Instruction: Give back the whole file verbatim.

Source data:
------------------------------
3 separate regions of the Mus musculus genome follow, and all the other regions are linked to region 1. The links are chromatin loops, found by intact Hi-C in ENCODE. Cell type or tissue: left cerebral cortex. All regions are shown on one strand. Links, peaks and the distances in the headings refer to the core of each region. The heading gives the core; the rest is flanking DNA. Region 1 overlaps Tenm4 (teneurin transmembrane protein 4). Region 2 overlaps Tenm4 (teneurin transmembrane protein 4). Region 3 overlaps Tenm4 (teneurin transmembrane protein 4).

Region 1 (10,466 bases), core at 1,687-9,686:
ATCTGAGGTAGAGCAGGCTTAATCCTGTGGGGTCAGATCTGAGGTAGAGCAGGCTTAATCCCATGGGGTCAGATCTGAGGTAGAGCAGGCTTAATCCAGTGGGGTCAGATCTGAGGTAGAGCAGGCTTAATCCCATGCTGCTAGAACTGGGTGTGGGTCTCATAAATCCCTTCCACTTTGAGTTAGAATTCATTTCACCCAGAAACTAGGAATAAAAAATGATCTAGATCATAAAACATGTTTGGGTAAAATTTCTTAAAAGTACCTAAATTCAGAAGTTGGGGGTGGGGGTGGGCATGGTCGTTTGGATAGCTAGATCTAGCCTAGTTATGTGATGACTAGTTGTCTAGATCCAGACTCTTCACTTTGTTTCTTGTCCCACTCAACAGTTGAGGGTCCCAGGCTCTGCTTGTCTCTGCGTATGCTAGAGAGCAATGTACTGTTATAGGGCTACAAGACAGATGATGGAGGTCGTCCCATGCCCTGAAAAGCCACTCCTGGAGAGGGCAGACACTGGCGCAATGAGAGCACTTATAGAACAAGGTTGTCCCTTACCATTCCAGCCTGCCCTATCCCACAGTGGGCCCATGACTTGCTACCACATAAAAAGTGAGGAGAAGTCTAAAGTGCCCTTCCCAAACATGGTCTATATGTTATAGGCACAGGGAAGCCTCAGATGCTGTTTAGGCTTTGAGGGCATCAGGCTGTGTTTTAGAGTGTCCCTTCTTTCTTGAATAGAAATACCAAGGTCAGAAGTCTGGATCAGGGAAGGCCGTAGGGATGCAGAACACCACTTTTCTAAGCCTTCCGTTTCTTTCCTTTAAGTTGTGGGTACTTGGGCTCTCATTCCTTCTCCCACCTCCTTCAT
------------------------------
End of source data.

3 separate regions of the Mus musculus genome follow, and all the other regions are linked to region 1. The links are chromatin loops, found by intact Hi-C in ENCODE. Cell type or tissue: left cerebral cortex. All regions are shown on one strand. Links, peaks and the distances in the headings refer to the core of each region. The heading gives the core; the rest is flanking DNA. Region 1 overlaps Tenm4 (teneurin transmembrane protein 4). Region 2 overlaps Tenm4 (teneurin transmembrane protein 4). Region 3 overlaps Tenm4 (teneurin transmembrane protein 4).

Region 1 (10,466 bases), core at 1,687-9,686:
ATCTGAGGTAGAGCAGGCTTAATCCTGTGGGGTCAGATCTGAGGTAGAGCAGGCTTAATCCCATGGGGTCAGATCTGAGGTAGAGCAGGCTTAATCCAGTGGGGTCAGATCTGAGGTAGAGCAGGCTTAATCCCATGCTGCTAGAACTGGGTGTGGGTCTCATAAATCCCTTCCACTTTGAGTTAGAATTCATTTCACCCAGAAACTAGGAATAAAAAATGATCTAGATCATAAAACATGTTTGGGTAAAATTTCTTAAAAGTACCTAAATTCAGAAGTTGGGGGTGGGGGTGGGCATGGTCGTTTGGATAGCTAGATCTAGCCTAGTTATGTGATGACTAGTTGTCTAGATCCAGACTCTTCACTTTGTTTCTTGTCCCACTCAACAGTTGAGGGTCCCAGGCTCTGCTTGTCTCTGCGTATGCTAGAGAGCAATGTACTGTTATAGGGCTACAAGACAGATGATGGAGGTCGTCCCATGCCCTGAAAAGCCACTCCTGGAGAGGGCAGACACTGGCGCAATGAGAGCACTTATAGAACAAGGTTGTCCCTTACCATTCCAGCCTGCCCTATCCCACAGTGGGCCCATGACTTGCTACCACATAAAAAGTGAGGAGAAGTCTAAAGTGCCCTTCCCAAACATGGTCTATATGTTATAGGCACAGGGAAGCCTCAGATGCTGTTTAGGCTTTGAGGGCATCAGGCTGTGTTTTAGAGTGTCCCTTCTTTCTTGAATAGAAATACCAAGGTCAGAAGTCTGGATCAGGGAAGGCCGTAGGGATGCAGAACACCACTTTTCTAAGCCTTCCGTTTCTTTCCTTTAAGTTGTGGGTACTTGGGCTCTCATTCCTTCTCCCACCTCCTTCAT